By Tim Craig
Washington Post Staff Writer
Saturday, December 18, 2010; 8:51 PM
The nationwide fight over whether online travel services pay their fair share in taxes has landed in the District, pitting Web sites such as Expedia.com and Orbitz.com against local hotels and a majority of D.C. Council members.
On Tuesday, the council is scheduled to take a final vote on a bill that would require online vendors to pay the District's hotel tax on the full price customers pay for hotel or motel rooms in the city. The vote comes on the heels of efforts across the country, often unsuccessfully, to get online travel vendors to pay.
Council members said that online travel sites charge consumers the city's 14.5 percent tax based on the final selling price of the room. But city officials say Web-based companies are remitting back to the District the tax collected only on wholesale prices, not retail.
The online sites keep the difference and call it an "administrative fee," according to council member Michael A. Brown (I-At Large), the chief sponsor of the legislation.
"If you buy a room online for $100, but it only costs them $90, they charge the tax on $100 but keep the [tax] on the $10 difference," said Brown, who introduced the legislation at the request of local hotel executives. "They charge the full tax, but keep a portion meant for the District."
The District is facing a $440 million budget shortfall next year, and the council tentatively approved the measure two weeks ago as a way to add up to $10 million annually for city coffers.
But leading up to Tuesday's final vote, online travel vendors have mounted a campaign to try to convince residents that the council is poised to increase the costs associated with using such sites. Furthermore, online travel vendors say the legislation is poorly crafted and would force travel agents and tour planners to stop booking hotel rooms in the city.
"We are very concerned this tax would create significant, negative consequences for the travel and tourism industry in D.C. amidst a down economy and could put a significant number of jobs at risk," said Andrew Weinstein, spokesman for Interactive Travel Services Association, which represents all the major online travel companies.
Weinstein denied that online travel vendors keep a portion of collected tax revenues. If the bill passes, he cautioned that it would be "a new tax" that "hits every single intermediary who books hotel rooms for visitors" and would force agents to place clients in the suburbs.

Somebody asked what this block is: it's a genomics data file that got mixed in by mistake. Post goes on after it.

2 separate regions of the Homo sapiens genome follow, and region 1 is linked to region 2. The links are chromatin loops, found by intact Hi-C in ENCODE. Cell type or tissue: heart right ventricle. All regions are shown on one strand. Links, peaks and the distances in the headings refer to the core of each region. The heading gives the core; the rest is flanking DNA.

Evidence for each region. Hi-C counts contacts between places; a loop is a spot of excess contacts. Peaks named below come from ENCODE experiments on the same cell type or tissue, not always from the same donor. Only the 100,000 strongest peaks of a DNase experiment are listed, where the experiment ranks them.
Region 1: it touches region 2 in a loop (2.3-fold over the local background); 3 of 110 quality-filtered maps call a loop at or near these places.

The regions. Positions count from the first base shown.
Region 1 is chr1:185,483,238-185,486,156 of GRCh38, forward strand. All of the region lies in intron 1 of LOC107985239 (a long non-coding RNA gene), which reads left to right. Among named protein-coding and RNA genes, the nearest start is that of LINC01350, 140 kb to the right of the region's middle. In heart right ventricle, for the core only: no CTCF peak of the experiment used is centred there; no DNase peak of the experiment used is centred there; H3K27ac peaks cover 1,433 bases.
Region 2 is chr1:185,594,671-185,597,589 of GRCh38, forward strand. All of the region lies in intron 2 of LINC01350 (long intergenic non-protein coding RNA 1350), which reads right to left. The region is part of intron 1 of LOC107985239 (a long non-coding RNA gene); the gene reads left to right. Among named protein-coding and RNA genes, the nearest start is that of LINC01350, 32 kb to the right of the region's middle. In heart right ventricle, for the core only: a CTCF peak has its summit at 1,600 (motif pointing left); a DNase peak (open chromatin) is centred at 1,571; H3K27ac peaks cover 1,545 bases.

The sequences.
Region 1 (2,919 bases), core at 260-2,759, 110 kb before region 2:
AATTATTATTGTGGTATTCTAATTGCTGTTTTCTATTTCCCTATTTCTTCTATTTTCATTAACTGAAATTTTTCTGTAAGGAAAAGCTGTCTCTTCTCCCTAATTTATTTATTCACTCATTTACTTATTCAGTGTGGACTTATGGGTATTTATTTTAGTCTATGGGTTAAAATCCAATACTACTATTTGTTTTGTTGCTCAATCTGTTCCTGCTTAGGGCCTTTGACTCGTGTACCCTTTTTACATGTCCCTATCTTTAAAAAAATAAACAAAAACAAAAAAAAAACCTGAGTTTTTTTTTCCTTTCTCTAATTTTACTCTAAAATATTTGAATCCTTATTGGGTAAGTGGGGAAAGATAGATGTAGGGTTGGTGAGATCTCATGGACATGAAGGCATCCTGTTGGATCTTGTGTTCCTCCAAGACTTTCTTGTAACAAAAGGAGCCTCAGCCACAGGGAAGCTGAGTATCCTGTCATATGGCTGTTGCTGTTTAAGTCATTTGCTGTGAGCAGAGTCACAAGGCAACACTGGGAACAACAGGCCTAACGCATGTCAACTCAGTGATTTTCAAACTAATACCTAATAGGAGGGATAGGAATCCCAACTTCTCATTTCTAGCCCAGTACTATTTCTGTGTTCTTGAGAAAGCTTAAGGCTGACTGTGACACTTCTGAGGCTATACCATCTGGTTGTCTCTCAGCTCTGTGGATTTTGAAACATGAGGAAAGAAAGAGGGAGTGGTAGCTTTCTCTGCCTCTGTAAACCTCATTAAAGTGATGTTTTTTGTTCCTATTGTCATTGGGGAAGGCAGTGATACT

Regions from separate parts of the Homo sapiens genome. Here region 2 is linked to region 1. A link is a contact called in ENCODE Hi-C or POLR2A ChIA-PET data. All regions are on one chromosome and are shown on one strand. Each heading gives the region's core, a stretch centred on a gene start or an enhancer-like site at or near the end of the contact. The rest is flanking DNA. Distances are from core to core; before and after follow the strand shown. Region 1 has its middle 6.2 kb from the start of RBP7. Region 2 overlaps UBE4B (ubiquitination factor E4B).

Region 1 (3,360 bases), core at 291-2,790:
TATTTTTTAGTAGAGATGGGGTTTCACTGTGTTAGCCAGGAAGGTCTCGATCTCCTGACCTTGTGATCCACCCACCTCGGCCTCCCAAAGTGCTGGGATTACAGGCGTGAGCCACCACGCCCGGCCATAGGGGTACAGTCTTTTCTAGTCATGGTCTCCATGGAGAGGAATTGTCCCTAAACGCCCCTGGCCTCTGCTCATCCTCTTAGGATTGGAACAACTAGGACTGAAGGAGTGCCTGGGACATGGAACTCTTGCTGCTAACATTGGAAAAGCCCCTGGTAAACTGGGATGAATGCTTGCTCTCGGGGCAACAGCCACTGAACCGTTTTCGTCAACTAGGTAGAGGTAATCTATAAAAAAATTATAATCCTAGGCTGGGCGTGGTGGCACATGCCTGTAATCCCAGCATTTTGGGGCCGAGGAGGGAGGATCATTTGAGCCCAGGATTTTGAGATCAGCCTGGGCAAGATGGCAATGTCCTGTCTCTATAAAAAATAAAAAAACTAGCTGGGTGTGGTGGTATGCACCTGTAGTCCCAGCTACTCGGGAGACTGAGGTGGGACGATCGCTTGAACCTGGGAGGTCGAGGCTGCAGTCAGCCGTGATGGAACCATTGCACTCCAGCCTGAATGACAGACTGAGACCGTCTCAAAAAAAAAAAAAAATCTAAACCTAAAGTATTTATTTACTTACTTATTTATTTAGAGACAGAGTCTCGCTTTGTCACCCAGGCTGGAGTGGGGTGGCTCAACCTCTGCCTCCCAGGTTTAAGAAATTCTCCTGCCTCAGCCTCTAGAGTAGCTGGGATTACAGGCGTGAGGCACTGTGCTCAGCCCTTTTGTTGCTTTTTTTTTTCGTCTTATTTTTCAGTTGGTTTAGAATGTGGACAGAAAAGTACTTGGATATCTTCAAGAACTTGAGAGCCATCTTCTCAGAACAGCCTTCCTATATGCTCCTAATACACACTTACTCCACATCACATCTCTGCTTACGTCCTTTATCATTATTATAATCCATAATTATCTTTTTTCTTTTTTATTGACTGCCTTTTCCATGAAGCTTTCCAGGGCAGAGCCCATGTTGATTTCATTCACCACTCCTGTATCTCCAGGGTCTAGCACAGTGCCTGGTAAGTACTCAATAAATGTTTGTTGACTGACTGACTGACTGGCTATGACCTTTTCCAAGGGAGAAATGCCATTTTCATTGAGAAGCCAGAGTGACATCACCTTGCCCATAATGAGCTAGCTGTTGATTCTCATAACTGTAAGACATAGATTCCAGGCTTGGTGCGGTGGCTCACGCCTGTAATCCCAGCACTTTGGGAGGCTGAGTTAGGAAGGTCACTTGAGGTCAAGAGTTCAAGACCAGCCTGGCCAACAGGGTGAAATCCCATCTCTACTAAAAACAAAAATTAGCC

"Even wedding planners will be hit," he said. "This might as well be called the Arlington and National Harbor [in Prince George's County] tourism act."
Online travel vendors are trying to derail the bill with a radio ad that hit local airwaves last week. "From the porters who get visitors' bags to the staff cleaning rooms to the people at the restaurant, they are all working hard," a narrator says. "But while they are working this holiday season to care for visitors, the D.C. Council is working to put these employees out of work."
Officials with the Hotel Association of Washington, D.C., strongly support the legislation, arguing that sites such as Hotels.com are hurting the local tourism industry by not remitting their fair share of taxes back to the city. A portion of the city's hotel tax is spent to fund the Washington Convention and Sports Authority.
"It will provide additional resources to the convention center and the city," said Solomon Keene, president of the association. "There is no evidence business would be diverted to Virginia, and there would be no impact on jobs."
Keene also disputes the online travel industry's assertion that the legislation would impact travel agents or tour planners, saying the measure is narrowly drafted to affect only online travel sites.
"I have no idea who's right," said council member Jack Evans (D-Ward 2), chairman of the Committee on Finance and Revenue. "I just decided to move the bill and let them fight it out."
In recent years, more than 200 cities have sued or approved legislation seeking back or future tax revenue from online travel sites. While some lower courts have agreed with the plaintiffs, Weinstein noted that most state and appellate courts have sided with the online vendors.
In one ruling last month, a federal judge dismissed a suit by Columbus and several other cities that sought millions in back taxes. The judge ruled the online sites are assessing fees, not taxes, according to the Columbus Dispatch. Meanwhile, District Chief Financial Officer Natwar M. Gandhi has warned council members against relying on any funds that Brown's legislation may generate if it is approved.
New York City recently amended its hotel tax laws, but there are signs the travel vendors are finding success in rallying online consumers. In November, voters in San Francisco rejected a proposal to make that city's full hotel tax apply to online vendors.
But Brown and Keene said the cost of booking a room online would not increase if the legislation is approved. "The person who uses the site isn't impacted at all, because they are paying the tax no matter what," Brown said.
Not so fast, countered Weinstein.
"When does a tax not get filtered down?" he asked.